I love watching the DIY channel to see how they flip houses. The transformations from drab to fabulous are fascinating! I also noticed that often the most expensive renovations are to the outdated structures that are not visible in the final reveal. Things like faulty wiring, leaky plumbing, and cracked foundations are the most costly to fix, but are also the most important to the structural integrity of the building. 

This structural integrity is exactly how author Isabel Wilkerson describes the inherited racist systems that we are faced with today in her book, Caste: The Origins of Our Discontents. We may not have built the house, but now we have to deal with the mess we’ve inherited. If we don’t fix the issues, the building will only get worse and will eventually collapse. 

There is no better metaphor for the effects of racism than this one when addressing access to housing. First of all, have you noticed that most house flippers on these DIY shows are white? The Property Brothers, Masters of Flip, even Holmes on Homes – all white. The reason for this is racism. 

Canada has a long history of racism rooted in colonialism that has built the foundations of our current housing systems. In simple terms, wealth was historically accumulated through owning property and this wealth was passed on from generation to generation. Black and Indigenous people were largely unable to own land due to racist policies and this wealth gap still exists today. 

According to Homeless Hub, we see this as young Black Canadians are over-represented among youth experiencing homelessness, Black people are statistically less likely to have access to permanent supportive housing than white people, Black women are evicted at higher rates, and Black Canadians face systemic housing discrimination by landlords. 

Within the City of Greater Sudbury, 42% of the homeless identify as Indigenous, while Indigenous people make up only 9.4% of the city’s population (Homeless Hub, 2018).

This past month, Black Lives Matter – Sudbury participated in a rally to protest the illegal eviction of several tenants. The landlord was using bullying tactics, such as, turning off heat and hydro and removing doors from rooms. The tenants, mostly low-income individuals who are already precariously housed, were being forced from their homes during a pandemic. The rally successfully stopped the eviction and the tenants were able to stay within their homes.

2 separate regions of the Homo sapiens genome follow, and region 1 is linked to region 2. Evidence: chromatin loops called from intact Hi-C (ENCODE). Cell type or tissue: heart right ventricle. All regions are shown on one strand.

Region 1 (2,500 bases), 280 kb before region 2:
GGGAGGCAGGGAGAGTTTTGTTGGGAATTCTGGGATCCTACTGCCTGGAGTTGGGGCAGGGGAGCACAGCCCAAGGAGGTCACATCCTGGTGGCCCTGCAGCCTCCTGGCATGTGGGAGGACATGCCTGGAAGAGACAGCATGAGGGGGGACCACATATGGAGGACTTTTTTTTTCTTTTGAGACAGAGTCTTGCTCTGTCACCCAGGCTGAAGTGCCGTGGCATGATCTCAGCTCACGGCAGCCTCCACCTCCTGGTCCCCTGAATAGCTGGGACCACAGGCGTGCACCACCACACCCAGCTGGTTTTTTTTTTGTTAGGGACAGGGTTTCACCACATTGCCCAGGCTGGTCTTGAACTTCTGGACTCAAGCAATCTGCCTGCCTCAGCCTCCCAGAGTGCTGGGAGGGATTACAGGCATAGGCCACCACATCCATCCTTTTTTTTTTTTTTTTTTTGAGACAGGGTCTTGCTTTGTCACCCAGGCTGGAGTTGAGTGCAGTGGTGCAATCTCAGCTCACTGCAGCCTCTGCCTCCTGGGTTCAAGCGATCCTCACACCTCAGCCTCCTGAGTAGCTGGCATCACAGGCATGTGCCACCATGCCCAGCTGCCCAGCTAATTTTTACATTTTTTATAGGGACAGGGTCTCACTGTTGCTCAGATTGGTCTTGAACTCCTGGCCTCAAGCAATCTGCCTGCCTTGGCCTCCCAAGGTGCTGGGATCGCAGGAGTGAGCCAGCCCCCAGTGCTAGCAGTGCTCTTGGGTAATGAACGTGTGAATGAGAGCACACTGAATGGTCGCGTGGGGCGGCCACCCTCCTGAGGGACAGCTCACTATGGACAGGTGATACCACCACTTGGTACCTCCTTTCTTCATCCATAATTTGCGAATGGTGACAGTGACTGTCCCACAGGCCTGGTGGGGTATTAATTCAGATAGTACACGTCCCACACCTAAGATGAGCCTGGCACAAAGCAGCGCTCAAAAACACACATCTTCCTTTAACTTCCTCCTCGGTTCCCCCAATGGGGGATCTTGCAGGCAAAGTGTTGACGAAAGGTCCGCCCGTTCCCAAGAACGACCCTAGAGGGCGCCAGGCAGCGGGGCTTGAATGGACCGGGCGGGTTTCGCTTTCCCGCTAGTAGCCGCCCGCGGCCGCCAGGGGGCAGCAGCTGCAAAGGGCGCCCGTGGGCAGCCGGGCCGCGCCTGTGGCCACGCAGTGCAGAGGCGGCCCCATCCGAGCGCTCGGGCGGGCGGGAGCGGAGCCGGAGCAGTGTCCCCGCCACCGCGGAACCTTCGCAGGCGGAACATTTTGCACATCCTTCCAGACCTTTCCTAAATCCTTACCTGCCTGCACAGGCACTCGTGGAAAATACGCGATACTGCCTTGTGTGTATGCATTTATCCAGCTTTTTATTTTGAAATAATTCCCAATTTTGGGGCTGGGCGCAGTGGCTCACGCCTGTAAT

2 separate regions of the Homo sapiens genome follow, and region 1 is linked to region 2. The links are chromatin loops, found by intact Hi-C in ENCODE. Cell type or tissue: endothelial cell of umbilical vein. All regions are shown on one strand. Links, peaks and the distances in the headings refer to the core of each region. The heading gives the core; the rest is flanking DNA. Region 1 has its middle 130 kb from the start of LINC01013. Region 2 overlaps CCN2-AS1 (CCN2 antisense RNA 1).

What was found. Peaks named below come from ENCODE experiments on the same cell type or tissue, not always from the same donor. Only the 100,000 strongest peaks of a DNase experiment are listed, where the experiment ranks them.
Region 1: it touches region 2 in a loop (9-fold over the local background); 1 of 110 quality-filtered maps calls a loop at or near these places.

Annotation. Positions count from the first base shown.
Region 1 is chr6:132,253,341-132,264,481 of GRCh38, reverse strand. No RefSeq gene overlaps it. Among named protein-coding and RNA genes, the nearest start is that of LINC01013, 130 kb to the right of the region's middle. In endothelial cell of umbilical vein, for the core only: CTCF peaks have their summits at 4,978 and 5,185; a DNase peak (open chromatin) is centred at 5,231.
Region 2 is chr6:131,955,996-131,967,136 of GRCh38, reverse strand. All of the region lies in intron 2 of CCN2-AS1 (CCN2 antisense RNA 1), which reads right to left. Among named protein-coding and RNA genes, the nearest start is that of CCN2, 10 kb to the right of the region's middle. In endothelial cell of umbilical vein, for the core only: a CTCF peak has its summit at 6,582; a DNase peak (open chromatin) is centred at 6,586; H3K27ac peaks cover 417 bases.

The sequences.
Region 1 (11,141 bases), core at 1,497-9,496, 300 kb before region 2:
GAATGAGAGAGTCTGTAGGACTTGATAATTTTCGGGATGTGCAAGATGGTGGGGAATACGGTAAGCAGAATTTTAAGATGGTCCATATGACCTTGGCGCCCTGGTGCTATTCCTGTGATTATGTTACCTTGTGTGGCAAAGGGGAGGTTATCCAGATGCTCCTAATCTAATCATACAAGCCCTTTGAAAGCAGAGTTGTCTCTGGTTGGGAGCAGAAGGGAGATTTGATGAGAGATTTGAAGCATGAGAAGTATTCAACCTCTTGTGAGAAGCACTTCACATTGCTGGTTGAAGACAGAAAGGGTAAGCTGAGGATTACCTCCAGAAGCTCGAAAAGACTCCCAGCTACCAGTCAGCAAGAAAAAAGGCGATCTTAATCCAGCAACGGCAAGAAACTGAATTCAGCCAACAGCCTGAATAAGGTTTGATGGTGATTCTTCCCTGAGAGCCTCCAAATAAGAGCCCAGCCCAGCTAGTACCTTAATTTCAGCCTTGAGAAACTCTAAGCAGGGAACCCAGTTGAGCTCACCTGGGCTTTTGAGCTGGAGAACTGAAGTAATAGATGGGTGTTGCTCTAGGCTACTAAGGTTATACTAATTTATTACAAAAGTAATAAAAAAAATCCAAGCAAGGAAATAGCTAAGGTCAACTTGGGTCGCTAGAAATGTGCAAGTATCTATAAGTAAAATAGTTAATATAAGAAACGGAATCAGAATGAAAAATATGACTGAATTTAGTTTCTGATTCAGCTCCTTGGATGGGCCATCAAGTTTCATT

Adequate access to safe and affordable housing can have a compounding effect on a person’s life by increasing access to better jobs, education, healthcare, and social supports. Solving the issue of homelessness can have ripple effects and create a healthier community. 

As we have seen in the past few years, the housing market is priced increasingly out of reach for most people while wages remain stagnant. At this rate, homelessness will continue to rise. According to Raising the Roof Canada, “families with children are the fastest growing homeless demographic. That number is only expected to grow, as over 10% of Canadian families currently live below the low income cut-off—unable to meet even the most basic needs.”

How is having access to adequate housing considered a privilege? 

  • You have an address to apply for better jobs, loans, and educational opportunities
  • You are not sick from molding or unsanitary conditions